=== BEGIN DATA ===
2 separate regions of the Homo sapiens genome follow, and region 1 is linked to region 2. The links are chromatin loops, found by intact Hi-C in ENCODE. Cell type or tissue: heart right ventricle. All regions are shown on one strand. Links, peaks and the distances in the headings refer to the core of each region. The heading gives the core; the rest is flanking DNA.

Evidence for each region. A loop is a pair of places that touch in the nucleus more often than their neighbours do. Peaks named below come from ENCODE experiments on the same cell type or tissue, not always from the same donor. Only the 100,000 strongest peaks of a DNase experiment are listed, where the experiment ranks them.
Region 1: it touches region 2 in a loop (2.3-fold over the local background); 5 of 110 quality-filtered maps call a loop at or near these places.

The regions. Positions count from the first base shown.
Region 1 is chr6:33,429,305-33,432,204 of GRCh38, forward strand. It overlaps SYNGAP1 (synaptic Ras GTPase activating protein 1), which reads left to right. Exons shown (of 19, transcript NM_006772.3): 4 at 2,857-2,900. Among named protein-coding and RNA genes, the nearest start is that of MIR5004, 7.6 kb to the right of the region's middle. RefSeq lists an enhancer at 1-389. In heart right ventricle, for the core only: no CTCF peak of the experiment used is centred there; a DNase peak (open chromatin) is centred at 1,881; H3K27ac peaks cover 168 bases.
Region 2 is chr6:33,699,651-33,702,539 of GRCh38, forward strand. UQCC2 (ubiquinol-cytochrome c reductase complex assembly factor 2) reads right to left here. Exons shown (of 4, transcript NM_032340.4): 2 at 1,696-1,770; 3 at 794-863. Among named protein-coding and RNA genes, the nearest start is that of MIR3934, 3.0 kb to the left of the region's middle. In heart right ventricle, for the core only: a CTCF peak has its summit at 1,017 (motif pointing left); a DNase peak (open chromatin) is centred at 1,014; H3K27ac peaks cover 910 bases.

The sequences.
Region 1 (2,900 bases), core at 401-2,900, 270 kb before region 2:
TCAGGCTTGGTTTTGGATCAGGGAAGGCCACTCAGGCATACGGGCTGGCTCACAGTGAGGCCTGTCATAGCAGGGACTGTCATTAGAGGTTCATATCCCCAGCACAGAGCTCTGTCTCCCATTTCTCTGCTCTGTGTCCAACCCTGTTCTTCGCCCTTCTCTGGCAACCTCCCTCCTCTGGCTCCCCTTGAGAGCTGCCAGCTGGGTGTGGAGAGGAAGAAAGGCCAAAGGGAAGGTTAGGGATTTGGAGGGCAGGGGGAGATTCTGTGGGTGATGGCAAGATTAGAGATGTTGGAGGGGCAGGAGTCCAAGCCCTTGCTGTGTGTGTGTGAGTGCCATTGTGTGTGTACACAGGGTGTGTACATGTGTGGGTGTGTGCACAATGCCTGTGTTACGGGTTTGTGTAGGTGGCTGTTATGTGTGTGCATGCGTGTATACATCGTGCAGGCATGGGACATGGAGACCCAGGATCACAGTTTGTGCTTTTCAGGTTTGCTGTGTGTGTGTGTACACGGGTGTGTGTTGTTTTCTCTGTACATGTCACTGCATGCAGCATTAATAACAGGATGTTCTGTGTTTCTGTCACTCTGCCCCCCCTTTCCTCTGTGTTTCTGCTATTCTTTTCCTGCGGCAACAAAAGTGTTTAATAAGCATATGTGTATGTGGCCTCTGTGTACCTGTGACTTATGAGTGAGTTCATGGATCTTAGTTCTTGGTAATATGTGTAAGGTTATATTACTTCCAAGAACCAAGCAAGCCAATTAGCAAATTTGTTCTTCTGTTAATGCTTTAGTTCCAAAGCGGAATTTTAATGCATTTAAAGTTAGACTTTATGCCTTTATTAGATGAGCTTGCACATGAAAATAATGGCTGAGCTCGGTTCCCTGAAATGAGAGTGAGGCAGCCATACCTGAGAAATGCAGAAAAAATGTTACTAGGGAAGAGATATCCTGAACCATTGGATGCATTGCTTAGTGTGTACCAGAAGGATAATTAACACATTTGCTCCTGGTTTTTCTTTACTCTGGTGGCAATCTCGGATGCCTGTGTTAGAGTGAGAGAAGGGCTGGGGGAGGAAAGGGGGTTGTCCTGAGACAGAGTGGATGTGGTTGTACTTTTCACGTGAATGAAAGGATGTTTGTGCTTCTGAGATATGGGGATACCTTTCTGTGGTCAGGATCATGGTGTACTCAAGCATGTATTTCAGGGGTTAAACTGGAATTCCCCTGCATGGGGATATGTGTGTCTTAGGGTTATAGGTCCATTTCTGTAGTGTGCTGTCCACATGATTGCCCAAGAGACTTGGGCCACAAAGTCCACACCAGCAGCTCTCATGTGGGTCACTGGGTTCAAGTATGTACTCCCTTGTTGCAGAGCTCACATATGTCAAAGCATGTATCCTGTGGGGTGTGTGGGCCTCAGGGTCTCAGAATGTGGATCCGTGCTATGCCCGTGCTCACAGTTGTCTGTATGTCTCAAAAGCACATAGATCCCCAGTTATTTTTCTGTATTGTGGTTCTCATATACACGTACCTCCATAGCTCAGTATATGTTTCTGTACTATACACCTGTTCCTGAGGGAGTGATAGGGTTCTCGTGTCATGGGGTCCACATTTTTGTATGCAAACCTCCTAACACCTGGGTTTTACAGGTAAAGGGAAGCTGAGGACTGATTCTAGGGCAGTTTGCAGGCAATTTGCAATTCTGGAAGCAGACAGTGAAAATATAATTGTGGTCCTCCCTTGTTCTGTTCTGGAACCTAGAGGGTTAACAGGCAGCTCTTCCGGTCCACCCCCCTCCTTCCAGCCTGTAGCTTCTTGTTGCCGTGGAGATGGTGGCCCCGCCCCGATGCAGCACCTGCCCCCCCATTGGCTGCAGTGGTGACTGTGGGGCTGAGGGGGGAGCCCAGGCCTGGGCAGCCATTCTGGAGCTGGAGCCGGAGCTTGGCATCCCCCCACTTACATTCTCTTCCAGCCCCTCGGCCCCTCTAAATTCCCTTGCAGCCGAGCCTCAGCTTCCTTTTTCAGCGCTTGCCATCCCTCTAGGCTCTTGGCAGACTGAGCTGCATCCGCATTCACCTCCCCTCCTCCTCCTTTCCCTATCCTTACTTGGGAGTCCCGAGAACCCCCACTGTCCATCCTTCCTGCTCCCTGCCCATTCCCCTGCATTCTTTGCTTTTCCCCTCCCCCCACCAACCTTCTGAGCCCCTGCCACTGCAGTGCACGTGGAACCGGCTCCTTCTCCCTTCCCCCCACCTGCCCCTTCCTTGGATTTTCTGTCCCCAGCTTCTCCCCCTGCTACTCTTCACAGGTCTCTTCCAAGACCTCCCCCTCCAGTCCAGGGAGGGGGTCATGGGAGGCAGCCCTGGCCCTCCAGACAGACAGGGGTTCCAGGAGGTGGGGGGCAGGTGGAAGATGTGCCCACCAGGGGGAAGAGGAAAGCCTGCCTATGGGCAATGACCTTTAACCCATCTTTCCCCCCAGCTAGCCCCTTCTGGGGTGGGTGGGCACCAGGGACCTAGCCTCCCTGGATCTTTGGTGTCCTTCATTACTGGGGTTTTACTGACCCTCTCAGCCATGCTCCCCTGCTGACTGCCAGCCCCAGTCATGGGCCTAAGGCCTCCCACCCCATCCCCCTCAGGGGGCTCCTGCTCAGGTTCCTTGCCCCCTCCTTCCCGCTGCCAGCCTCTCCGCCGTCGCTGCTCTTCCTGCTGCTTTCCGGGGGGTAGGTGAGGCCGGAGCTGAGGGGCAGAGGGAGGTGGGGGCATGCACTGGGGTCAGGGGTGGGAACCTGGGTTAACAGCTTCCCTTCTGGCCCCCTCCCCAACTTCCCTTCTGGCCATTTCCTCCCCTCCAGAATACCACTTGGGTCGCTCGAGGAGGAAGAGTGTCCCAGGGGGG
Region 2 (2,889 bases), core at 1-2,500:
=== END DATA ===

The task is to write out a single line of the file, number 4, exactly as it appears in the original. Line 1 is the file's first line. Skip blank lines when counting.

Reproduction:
The regions. Positions count from the first base shown.